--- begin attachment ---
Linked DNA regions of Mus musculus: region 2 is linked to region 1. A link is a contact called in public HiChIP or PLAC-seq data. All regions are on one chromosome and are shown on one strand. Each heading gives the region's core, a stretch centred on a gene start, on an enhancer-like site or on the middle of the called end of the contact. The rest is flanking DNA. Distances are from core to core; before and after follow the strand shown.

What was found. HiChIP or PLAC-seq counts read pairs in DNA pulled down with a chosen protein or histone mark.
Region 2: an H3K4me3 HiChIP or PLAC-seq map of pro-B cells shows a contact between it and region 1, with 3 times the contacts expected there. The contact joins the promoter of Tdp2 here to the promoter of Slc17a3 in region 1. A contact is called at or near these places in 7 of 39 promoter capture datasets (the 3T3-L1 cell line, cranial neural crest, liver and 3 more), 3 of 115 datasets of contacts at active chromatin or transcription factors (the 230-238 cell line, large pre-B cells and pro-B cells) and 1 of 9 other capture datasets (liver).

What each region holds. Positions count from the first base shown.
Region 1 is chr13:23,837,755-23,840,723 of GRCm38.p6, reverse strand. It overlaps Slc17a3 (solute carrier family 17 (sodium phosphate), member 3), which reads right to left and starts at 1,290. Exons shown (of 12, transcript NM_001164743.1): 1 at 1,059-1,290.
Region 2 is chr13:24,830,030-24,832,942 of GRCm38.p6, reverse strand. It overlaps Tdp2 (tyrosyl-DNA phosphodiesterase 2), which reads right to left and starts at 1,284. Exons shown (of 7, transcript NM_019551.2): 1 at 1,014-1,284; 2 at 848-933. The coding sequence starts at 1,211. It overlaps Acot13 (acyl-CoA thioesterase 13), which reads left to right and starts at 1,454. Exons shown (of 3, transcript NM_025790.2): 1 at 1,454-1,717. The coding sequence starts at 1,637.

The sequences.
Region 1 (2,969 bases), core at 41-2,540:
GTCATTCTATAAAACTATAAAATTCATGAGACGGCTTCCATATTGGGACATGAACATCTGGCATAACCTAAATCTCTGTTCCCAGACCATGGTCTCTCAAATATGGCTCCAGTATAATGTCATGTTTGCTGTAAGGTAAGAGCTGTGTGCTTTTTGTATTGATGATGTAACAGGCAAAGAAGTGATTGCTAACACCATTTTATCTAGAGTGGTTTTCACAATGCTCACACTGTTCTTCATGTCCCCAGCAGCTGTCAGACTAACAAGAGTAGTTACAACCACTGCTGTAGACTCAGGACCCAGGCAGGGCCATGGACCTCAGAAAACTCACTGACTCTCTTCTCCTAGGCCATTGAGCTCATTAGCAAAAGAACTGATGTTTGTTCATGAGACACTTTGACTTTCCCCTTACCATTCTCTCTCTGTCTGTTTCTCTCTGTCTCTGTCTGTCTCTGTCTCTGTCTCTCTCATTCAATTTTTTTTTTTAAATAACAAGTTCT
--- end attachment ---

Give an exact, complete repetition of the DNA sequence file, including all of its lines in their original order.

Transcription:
Linked DNA regions of Mus musculus: region 2 is linked to region 1. A link is a contact called in public HiChIP or PLAC-seq data. All regions are on one chromosome and are shown on one strand. Each heading gives the region's core, a stretch centred on a gene start, on an enhancer-like site or on the middle of the called end of the contact. The rest is flanking DNA. Distances are from core to core; before and after follow the strand shown.

What was found. HiChIP or PLAC-seq counts read pairs in DNA pulled down with a chosen protein or histone mark.
Region 2: an H3K4me3 HiChIP or PLAC-seq map of pro-B cells shows a contact between it and region 1, with 3 times the contacts expected there. The contact joins the promoter of Tdp2 here to the promoter of Slc17a3 in region 1. A contact is called at or near these places in 7 of 39 promoter capture datasets (the 3T3-L1 cell line, cranial neural crest, liver and 3 more), 3 of 115 datasets of contacts at active chromatin or transcription factors (the 230-238 cell line, large pre-B cells and pro-B cells) and 1 of 9 other capture datasets (liver).

What each region holds. Positions count from the first base shown.
Region 1 is chr13:23,837,755-23,840,723 of GRCm38.p6, reverse strand. It overlaps Slc17a3 (solute carrier family 17 (sodium phosphate), member 3), which reads right to left and starts at 1,290. Exons shown (of 12, transcript NM_001164743.1): 1 at 1,059-1,290.
Region 2 is chr13:24,830,030-24,832,942 of GRCm38.p6, reverse strand. It overlaps Tdp2 (tyrosyl-DNA phosphodiesterase 2), which reads right to left and starts at 1,284. Exons shown (of 7, transcript NM_019551.2): 1 at 1,014-1,284; 2 at 848-933. The coding sequence starts at 1,211. It overlaps Acot13 (acyl-CoA thioesterase 13), which reads left to right and starts at 1,454. Exons shown (of 3, transcript NM_025790.2): 1 at 1,454-1,717. The coding sequence starts at 1,637.

The sequences.
Region 1 (2,969 bases), core at 41-2,540:
GTCATTCTATAAAACTATAAAATTCATGAGACGGCTTCCATATTGGGACATGAACATCTGGCATAACCTAAATCTCTGTTCCCAGACCATGGTCTCTCAAATATGGCTCCAGTATAATGTCATGTTTGCTGTAAGGTAAGAGCTGTGTGCTTTTTGTATTGATGATGTAACAGGCAAAGAAGTGATTGCTAACACCATTTTATCTAGAGTGGTTTTCACAATGCTCACACTGTTCTTCATGTCCCCAGCAGCTGTCAGACTAACAAGAGTAGTTACAACCACTGCTGTAGACTCAGGACCCAGGCAGGGCCATGGACCTCAGAAAACTCACTGACTCTCTTCTCCTAGGCCATTGAGCTCATTAGCAAAAGAACTGATGTTTGTTCATGAGACACTTTGACTTTCCCCTTACCATTCTCTCTCTGTCTGTTTCTCTCTGTCTCTGTCTGTCTCTGTCTCTGTCTCTCTCATTCAATTTTTTTTTTTAAATAACAAGTTCT